Teej13 From Canada, joined Feb 2001, 486 posts, RR: 0 Posted (12 years 2 months 3 weeks 2 days 13 hours ago) and read 805 times:
Up until this year, the world's been enjoying some prosperity, as a result we saw a huge expansion of airlines. Remember though, there was some massive expansion of airlines in the mid 1980s as the industry shed its regulatory roots. Because of this, there is very little experience of free-market airlines in tough economic times.
What happened to the industry ten years ago? Which carriers bit the bullet, and which barely made it through? Does anyone remember? There were still a lot of state-owned airlines then, but I'm interested in comparing the contraction of our last recession with this one...
Mcdougald From , joined Dec 1969, posts, RR: Reply 2, posted (12 years 2 months 3 weeks 2 days 12 hours ago) and read 782 times:
The early '90s were a rotten time for the airlines. Pan Am and Eastern went to their graves. Continental somehow lurched on with one foot constantly in the grave, as did TWA. American CEO Bob Crandall complained to a reporter in '93 that he hadn't had any fun for the past three years. Northwest looked shaky. Canadian just barely cheated death in 1992-93, while Air Canada was rather sickly itself.
If you don't remember much of the early '90s, be thankful. After the colourful '80s, the early '90s was like living under an omnipresent gray cloud mass. Unemployment in Canada zoomed from 7% in the summer of '90 to nearly 12% in the summer of '92. Brian Mulroney's disapproval rating hit 80 percent. The great depressant of political correctness was on the march, dampening people's sense of humour just when they needed it most. Dark themes dominated at the box office and on the Top 40 charts. In his book, To Hell With Picasso And Other Essays, writer Paul Johnson wrote up an excellent summary of the recession years in "No Ta-ra-ra-boom-de-ay This Decade".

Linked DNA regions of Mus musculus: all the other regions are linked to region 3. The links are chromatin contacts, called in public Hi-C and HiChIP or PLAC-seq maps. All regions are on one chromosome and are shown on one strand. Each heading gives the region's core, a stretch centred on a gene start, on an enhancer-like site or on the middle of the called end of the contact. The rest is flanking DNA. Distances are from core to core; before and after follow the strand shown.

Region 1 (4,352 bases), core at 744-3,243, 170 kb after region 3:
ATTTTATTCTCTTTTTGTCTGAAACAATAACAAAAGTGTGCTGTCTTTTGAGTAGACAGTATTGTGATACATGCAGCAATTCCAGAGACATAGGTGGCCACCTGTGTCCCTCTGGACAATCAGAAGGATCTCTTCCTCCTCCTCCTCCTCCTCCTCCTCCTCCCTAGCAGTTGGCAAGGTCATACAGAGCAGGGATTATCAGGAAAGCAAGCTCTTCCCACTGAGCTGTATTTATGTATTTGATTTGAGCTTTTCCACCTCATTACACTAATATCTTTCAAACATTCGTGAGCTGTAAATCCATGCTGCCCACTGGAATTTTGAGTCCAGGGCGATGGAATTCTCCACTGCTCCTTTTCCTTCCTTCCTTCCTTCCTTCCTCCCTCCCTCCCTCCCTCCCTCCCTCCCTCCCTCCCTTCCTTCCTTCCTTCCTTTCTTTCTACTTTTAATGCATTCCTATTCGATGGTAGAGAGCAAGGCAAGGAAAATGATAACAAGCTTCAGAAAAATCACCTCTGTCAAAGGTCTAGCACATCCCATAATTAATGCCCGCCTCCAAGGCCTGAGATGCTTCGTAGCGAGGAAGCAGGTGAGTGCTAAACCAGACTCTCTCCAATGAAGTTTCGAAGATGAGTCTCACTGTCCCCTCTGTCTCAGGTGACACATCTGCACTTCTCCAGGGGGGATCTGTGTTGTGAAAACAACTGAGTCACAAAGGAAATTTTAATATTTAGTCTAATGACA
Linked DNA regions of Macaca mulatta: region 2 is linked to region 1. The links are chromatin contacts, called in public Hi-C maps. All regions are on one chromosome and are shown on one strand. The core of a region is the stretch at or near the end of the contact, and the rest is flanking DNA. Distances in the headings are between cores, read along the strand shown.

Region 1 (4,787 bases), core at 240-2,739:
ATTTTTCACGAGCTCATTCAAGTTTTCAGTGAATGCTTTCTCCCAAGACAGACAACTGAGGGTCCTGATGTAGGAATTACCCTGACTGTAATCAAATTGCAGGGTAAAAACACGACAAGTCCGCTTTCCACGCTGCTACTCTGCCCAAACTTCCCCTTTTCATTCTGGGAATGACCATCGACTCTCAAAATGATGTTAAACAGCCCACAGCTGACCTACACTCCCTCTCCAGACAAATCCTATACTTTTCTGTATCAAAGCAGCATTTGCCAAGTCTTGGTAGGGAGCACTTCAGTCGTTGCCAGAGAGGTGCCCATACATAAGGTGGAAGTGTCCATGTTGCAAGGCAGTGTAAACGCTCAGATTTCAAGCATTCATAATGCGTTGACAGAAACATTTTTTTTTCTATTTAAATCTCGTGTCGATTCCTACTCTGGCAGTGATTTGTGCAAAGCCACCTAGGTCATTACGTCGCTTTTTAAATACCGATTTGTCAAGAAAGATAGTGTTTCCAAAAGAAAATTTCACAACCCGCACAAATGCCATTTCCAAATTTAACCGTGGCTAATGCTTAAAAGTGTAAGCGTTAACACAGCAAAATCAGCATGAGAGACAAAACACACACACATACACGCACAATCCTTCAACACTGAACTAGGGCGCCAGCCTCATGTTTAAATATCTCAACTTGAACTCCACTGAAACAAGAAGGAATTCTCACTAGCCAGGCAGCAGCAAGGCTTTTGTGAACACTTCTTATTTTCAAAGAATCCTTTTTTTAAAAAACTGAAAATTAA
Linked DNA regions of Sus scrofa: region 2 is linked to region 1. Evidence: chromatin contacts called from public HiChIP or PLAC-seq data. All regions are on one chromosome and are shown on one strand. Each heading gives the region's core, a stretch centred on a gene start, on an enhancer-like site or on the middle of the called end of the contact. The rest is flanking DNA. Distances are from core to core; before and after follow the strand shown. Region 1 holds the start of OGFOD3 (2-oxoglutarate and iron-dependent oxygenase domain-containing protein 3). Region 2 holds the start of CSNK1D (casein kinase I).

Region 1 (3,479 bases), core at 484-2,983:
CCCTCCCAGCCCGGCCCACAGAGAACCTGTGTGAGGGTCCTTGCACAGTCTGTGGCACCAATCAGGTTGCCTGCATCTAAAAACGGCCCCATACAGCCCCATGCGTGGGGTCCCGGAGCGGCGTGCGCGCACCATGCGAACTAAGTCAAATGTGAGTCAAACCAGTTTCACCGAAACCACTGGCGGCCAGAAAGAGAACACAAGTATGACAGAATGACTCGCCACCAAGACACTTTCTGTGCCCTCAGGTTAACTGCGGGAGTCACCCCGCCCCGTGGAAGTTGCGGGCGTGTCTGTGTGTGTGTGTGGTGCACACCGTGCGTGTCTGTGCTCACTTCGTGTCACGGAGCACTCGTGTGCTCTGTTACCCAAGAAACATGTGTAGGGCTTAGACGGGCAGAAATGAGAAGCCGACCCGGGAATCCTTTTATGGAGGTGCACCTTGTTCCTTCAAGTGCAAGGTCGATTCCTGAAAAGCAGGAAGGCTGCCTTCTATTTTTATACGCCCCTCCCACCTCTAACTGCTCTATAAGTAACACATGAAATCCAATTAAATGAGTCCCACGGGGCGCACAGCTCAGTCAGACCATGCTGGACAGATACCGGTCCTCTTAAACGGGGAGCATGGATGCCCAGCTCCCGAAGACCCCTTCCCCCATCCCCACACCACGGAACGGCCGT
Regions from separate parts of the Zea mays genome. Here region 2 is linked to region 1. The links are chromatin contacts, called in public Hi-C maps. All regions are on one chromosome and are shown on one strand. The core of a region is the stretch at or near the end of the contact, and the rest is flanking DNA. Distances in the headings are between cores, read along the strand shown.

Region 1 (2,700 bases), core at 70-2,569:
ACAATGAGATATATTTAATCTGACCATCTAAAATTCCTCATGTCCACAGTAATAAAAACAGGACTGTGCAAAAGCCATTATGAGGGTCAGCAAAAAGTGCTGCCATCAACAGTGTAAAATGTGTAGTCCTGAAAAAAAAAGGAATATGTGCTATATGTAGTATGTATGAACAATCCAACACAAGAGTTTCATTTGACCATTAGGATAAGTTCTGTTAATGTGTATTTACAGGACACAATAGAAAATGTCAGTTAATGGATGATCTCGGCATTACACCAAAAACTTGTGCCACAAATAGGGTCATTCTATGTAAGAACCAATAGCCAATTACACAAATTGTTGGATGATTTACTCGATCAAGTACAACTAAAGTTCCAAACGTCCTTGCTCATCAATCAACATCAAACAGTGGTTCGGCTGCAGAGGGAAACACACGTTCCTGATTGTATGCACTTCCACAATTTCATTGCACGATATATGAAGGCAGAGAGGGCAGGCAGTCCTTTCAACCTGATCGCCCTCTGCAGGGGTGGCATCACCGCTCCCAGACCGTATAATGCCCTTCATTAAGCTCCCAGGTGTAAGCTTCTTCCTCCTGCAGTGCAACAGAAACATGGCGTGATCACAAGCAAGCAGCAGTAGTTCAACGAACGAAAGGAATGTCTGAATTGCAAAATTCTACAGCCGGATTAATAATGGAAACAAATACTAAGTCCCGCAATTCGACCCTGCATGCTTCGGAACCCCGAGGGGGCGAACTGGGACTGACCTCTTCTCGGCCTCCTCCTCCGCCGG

At least political correctness is on the retreat, so hopefully we'll be able to laugh about something and occasionally escape from reality this recession. That alone should provide a little bit of hope.
Teej13 From Canada, joined Feb 2001, 486 posts, RR: 0 Reply 4, posted (12 years 2 months 3 weeks 2 days 12 hours ago) and read 771 times:
That illustrates my point well. thanks. What I'm trying to show is that despite the impact of 9/11, this recession will rebound, and within a couple of years, we'll all be arguing about which airlines will be buying which aircraft to expand their operations, etc. Consumer confidence will return, especially once the new security measures all implemented.
Our job, as airline fans, is to convince everyone to fly!!
Mcdougald From , joined Dec 1969, posts, RR: Reply 5, posted (12 years 2 months 3 weeks 2 days 1 hour ago) and read 745 times:
The economy does tend to go in cycles. We'll presumably have a sharp downturn, but as long as it is treated like a cold -- take something to ease the symptoms, but otherwise get some rest and wait for it to run its course -- a recovery will follow. You probably know more about that stuff than I do anyway.
I liked Bush's posing in front of the plane to encourage people to get on a plane and go to Disneyworld. It won't solve the industry's problems, but at least it's a bit of a morale booster in tough times. It's a far better approach than that taken during the early '90s recession where morale was allowed to rot, even though the economic medicine taken did turn out to pay benefits later in the decade.
In contrast to the Buy Nothing Day coined by some campus radicals intent on giving out bad advice ten years ago, I'd suggest we could use a Buy Something Day this time 'round.